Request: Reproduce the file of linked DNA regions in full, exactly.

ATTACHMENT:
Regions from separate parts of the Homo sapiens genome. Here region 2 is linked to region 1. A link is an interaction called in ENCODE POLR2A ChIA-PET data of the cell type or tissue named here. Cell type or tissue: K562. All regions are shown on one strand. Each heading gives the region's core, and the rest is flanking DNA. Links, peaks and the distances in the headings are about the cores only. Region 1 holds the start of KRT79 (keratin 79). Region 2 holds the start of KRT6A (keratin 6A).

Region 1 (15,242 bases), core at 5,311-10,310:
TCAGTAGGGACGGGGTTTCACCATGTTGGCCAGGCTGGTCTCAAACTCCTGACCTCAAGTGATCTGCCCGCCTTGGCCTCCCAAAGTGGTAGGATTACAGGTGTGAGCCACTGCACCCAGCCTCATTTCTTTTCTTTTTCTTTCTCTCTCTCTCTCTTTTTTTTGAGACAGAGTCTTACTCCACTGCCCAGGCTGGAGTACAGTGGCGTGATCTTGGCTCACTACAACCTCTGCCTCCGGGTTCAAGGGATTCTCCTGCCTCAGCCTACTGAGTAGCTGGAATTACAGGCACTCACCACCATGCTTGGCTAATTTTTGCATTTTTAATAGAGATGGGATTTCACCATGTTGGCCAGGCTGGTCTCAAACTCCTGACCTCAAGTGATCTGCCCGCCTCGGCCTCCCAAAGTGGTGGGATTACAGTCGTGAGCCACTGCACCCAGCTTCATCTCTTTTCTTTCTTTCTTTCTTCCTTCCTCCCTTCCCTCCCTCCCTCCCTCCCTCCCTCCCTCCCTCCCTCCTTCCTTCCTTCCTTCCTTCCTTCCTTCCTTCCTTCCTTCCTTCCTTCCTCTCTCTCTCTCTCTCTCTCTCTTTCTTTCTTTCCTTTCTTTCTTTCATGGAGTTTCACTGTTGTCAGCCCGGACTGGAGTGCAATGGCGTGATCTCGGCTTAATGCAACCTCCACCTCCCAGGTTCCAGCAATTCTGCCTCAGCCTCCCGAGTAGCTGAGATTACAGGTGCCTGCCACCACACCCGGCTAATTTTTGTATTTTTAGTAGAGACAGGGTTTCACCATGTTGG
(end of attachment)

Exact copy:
Regions from separate parts of the Homo sapiens genome. Here region 2 is linked to region 1. A link is an interaction called in ENCODE POLR2A ChIA-PET data of the cell type or tissue named here. Cell type or tissue: K562. All regions are shown on one strand. Each heading gives the region's core, and the rest is flanking DNA. Links, peaks and the distances in the headings are about the cores only. Region 1 holds the start of KRT79 (keratin 79). Region 2 holds the start of KRT6A (keratin 6A).

Region 1 (15,242 bases), core at 5,311-10,310:
TCAGTAGGGACGGGGTTTCACCATGTTGGCCAGGCTGGTCTCAAACTCCTGACCTCAAGTGATCTGCCCGCCTTGGCCTCCCAAAGTGGTAGGATTACAGGTGTGAGCCACTGCACCCAGCCTCATTTCTTTTCTTTTTCTTTCTCTCTCTCTCTCTTTTTTTTGAGACAGAGTCTTACTCCACTGCCCAGGCTGGAGTACAGTGGCGTGATCTTGGCTCACTACAACCTCTGCCTCCGGGTTCAAGGGATTCTCCTGCCTCAGCCTACTGAGTAGCTGGAATTACAGGCACTCACCACCATGCTTGGCTAATTTTTGCATTTTTAATAGAGATGGGATTTCACCATGTTGGCCAGGCTGGTCTCAAACTCCTGACCTCAAGTGATCTGCCCGCCTCGGCCTCCCAAAGTGGTGGGATTACAGTCGTGAGCCACTGCACCCAGCTTCATCTCTTTTCTTTCTTTCTTTCTTCCTTCCTCCCTTCCCTCCCTCCCTCCCTCCCTCCCTCCCTCCCTCCCTCCTTCCTTCCTTCCTTCCTTCCTTCCTTCCTTCCTTCCTTCCTTCCTTCCTCTCTCTCTCTCTCTCTCTCTCTTTCTTTCTTTCCTTTCTTTCTTTCATGGAGTTTCACTGTTGTCAGCCCGGACTGGAGTGCAATGGCGTGATCTCGGCTTAATGCAACCTCCACCTCCCAGGTTCCAGCAATTCTGCCTCAGCCTCCCGAGTAGCTGAGATTACAGGTGCCTGCCACCACACCCGGCTAATTTTTGTATTTTTAGTAGAGACAGGGTTTCACCATGTTGG